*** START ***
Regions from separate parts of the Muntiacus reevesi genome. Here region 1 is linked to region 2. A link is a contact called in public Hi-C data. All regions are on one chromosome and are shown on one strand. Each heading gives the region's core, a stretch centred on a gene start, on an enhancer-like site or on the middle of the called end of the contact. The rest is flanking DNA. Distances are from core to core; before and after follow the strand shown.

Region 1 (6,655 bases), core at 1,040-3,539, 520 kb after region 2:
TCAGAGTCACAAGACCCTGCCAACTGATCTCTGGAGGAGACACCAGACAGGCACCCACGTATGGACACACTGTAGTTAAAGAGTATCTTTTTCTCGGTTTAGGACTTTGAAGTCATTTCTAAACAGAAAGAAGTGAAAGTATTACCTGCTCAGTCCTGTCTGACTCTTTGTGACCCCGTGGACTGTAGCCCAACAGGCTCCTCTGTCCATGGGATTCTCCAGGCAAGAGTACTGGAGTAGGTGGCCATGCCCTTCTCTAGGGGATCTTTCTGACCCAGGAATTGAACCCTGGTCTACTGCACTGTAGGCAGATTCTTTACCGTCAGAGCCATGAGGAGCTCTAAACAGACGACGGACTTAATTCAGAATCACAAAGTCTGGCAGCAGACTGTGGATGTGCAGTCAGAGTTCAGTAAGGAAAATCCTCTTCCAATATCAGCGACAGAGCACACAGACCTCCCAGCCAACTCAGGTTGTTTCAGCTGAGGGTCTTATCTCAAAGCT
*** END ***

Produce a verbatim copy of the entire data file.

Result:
Regions from separate parts of the Muntiacus reevesi genome. Here region 1 is linked to region 2. A link is a contact called in public Hi-C data. All regions are on one chromosome and are shown on one strand. Each heading gives the region's core, a stretch centred on a gene start, on an enhancer-like site or on the middle of the called end of the contact. The rest is flanking DNA. Distances are from core to core; before and after follow the strand shown.

Region 1 (6,655 bases), core at 1,040-3,539, 520 kb after region 2:
TCAGAGTCACAAGACCCTGCCAACTGATCTCTGGAGGAGACACCAGACAGGCACCCACGTATGGACACACTGTAGTTAAAGAGTATCTTTTTCTCGGTTTAGGACTTTGAAGTCATTTCTAAACAGAAAGAAGTGAAAGTATTACCTGCTCAGTCCTGTCTGACTCTTTGTGACCCCGTGGACTGTAGCCCAACAGGCTCCTCTGTCCATGGGATTCTCCAGGCAAGAGTACTGGAGTAGGTGGCCATGCCCTTCTCTAGGGGATCTTTCTGACCCAGGAATTGAACCCTGGTCTACTGCACTGTAGGCAGATTCTTTACCGTCAGAGCCATGAGGAGCTCTAAACAGACGACGGACTTAATTCAGAATCACAAAGTCTGGCAGCAGACTGTGGATGTGCAGTCAGAGTTCAGTAAGGAAAATCCTCTTCCAATATCAGCGACAGAGCACACAGACCTCCCAGCCAACTCAGGTTGTTTCAGCTGAGGGTCTTATCTCAAAGCT